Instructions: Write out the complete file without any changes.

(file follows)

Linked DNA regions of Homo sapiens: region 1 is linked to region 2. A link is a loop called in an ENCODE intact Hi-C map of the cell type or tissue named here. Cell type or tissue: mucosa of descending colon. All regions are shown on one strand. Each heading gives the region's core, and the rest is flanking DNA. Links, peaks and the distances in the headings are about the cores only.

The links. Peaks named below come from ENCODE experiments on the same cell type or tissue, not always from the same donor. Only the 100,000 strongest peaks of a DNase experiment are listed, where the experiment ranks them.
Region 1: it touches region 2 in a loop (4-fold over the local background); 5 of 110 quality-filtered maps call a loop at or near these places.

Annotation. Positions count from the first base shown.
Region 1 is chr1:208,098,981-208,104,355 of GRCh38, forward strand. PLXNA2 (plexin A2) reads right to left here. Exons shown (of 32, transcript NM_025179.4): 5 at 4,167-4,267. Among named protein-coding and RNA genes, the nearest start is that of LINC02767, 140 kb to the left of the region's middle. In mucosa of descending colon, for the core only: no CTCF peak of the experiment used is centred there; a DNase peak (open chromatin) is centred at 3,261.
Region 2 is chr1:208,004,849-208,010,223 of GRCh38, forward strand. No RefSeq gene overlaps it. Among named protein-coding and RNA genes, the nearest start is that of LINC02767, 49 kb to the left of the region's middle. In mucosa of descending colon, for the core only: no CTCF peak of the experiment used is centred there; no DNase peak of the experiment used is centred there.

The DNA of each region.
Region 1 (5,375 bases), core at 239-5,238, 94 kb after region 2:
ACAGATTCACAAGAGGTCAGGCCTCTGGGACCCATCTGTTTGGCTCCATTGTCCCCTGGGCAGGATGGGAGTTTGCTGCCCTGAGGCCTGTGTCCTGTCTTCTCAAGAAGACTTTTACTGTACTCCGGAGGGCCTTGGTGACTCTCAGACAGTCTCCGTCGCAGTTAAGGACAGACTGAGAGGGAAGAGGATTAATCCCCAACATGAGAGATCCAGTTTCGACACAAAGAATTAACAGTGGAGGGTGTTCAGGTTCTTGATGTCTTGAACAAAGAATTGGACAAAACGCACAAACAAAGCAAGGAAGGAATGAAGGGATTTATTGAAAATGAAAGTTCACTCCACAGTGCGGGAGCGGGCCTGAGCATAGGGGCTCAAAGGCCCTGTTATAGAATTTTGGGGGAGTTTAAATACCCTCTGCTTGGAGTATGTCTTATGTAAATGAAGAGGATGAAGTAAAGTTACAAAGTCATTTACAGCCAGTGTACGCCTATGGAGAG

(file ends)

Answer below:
Linked DNA regions of Homo sapiens: region 1 is linked to region 2. A link is a loop called in an ENCODE intact Hi-C map of the cell type or tissue named here. Cell type or tissue: mucosa of descending colon. All regions are shown on one strand. Each heading gives the region's core, and the rest is flanking DNA. Links, peaks and the distances in the headings are about the cores only.

The links. Peaks named below come from ENCODE experiments on the same cell type or tissue, not always from the same donor. Only the 100,000 strongest peaks of a DNase experiment are listed, where the experiment ranks them.
Region 1: it touches region 2 in a loop (4-fold over the local background); 5 of 110 quality-filtered maps call a loop at or near these places.

Annotation. Positions count from the first base shown.
Region 1 is chr1:208,098,981-208,104,355 of GRCh38, forward strand. PLXNA2 (plexin A2) reads right to left here. Exons shown (of 32, transcript NM_025179.4): 5 at 4,167-4,267. Among named protein-coding and RNA genes, the nearest start is that of LINC02767, 140 kb to the left of the region's middle. In mucosa of descending colon, for the core only: no CTCF peak of the experiment used is centred there; a DNase peak (open chromatin) is centred at 3,261.
Region 2 is chr1:208,004,849-208,010,223 of GRCh38, forward strand. No RefSeq gene overlaps it. Among named protein-coding and RNA genes, the nearest start is that of LINC02767, 49 kb to the left of the region's middle. In mucosa of descending colon, for the core only: no CTCF peak of the experiment used is centred there; no DNase peak of the experiment used is centred there.

The DNA of each region.
Region 1 (5,375 bases), core at 239-5,238, 94 kb after region 2:
ACAGATTCACAAGAGGTCAGGCCTCTGGGACCCATCTGTTTGGCTCCATTGTCCCCTGGGCAGGATGGGAGTTTGCTGCCCTGAGGCCTGTGTCCTGTCTTCTCAAGAAGACTTTTACTGTACTCCGGAGGGCCTTGGTGACTCTCAGACAGTCTCCGTCGCAGTTAAGGACAGACTGAGAGGGAAGAGGATTAATCCCCAACATGAGAGATCCAGTTTCGACACAAAGAATTAACAGTGGAGGGTGTTCAGGTTCTTGATGTCTTGAACAAAGAATTGGACAAAACGCACAAACAAAGCAAGGAAGGAATGAAGGGATTTATTGAAAATGAAAGTTCACTCCACAGTGCGGGAGCGGGCCTGAGCATAGGGGCTCAAAGGCCCTGTTATAGAATTTTGGGGGAGTTTAAATACCCTCTGCTTGGAGTATGTCTTATGTAAATGAAGAGGATGAAGTAAAGTTACAAAGTCATTTACAGCCAGTGTACGCCTATGGAGAG